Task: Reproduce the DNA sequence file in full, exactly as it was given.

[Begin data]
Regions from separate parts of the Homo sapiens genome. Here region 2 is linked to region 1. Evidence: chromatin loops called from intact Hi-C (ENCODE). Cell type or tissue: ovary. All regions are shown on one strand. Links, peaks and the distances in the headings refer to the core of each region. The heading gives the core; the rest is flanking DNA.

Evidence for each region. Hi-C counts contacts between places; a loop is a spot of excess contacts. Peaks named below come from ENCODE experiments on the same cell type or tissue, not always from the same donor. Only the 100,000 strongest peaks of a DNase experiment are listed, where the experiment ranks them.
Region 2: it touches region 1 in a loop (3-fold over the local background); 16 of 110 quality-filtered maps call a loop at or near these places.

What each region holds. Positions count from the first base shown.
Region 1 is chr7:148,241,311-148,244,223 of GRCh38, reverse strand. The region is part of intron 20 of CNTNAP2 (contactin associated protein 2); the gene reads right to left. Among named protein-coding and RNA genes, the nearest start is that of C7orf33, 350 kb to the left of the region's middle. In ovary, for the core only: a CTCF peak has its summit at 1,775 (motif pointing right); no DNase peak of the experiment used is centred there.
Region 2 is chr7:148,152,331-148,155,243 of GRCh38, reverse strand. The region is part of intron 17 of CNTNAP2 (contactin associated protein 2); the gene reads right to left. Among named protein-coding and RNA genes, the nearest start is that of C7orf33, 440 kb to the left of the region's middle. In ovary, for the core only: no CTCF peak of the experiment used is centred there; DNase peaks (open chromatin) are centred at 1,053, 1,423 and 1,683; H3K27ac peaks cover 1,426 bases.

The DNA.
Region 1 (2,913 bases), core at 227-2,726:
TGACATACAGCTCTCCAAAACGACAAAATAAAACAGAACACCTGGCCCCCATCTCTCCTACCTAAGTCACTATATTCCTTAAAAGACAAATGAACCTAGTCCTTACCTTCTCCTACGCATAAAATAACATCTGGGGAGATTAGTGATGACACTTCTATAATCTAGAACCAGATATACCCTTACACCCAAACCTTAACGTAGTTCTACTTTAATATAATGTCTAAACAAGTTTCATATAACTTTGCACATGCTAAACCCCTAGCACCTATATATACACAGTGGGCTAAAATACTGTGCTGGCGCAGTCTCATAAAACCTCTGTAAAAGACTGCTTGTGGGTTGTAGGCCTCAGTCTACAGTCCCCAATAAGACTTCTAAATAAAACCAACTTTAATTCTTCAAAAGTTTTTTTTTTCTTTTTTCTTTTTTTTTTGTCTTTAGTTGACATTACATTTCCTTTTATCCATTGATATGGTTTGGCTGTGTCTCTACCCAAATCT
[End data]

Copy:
Regions from separate parts of the Homo sapiens genome. Here region 2 is linked to region 1. Evidence: chromatin loops called from intact Hi-C (ENCODE). Cell type or tissue: ovary. All regions are shown on one strand. Links, peaks and the distances in the headings refer to the core of each region. The heading gives the core; the rest is flanking DNA.

Evidence for each region. Hi-C counts contacts between places; a loop is a spot of excess contacts. Peaks named below come from ENCODE experiments on the same cell type or tissue, not always from the same donor. Only the 100,000 strongest peaks of a DNase experiment are listed, where the experiment ranks them.
Region 2: it touches region 1 in a loop (3-fold over the local background); 16 of 110 quality-filtered maps call a loop at or near these places.

What each region holds. Positions count from the first base shown.
Region 1 is chr7:148,241,311-148,244,223 of GRCh38, reverse strand. The region is part of intron 20 of CNTNAP2 (contactin associated protein 2); the gene reads right to left. Among named protein-coding and RNA genes, the nearest start is that of C7orf33, 350 kb to the left of the region's middle. In ovary, for the core only: a CTCF peak has its summit at 1,775 (motif pointing right); no DNase peak of the experiment used is centred there.
Region 2 is chr7:148,152,331-148,155,243 of GRCh38, reverse strand. The region is part of intron 17 of CNTNAP2 (contactin associated protein 2); the gene reads right to left. Among named protein-coding and RNA genes, the nearest start is that of C7orf33, 440 kb to the left of the region's middle. In ovary, for the core only: no CTCF peak of the experiment used is centred there; DNase peaks (open chromatin) are centred at 1,053, 1,423 and 1,683; H3K27ac peaks cover 1,426 bases.

The DNA.
Region 1 (2,913 bases), core at 227-2,726:
TGACATACAGCTCTCCAAAACGACAAAATAAAACAGAACACCTGGCCCCCATCTCTCCTACCTAAGTCACTATATTCCTTAAAAGACAAATGAACCTAGTCCTTACCTTCTCCTACGCATAAAATAACATCTGGGGAGATTAGTGATGACACTTCTATAATCTAGAACCAGATATACCCTTACACCCAAACCTTAACGTAGTTCTACTTTAATATAATGTCTAAACAAGTTTCATATAACTTTGCACATGCTAAACCCCTAGCACCTATATATACACAGTGGGCTAAAATACTGTGCTGGCGCAGTCTCATAAAACCTCTGTAAAAGACTGCTTGTGGGTTGTAGGCCTCAGTCTACAGTCCCCAATAAGACTTCTAAATAAAACCAACTTTAATTCTTCAAAAGTTTTTTTTTTCTTTTTTCTTTTTTTTTTGTCTTTAGTTGACATTACATTTCCTTTTATCCATTGATATGGTTTGGCTGTGTCTCTACCCAAATCT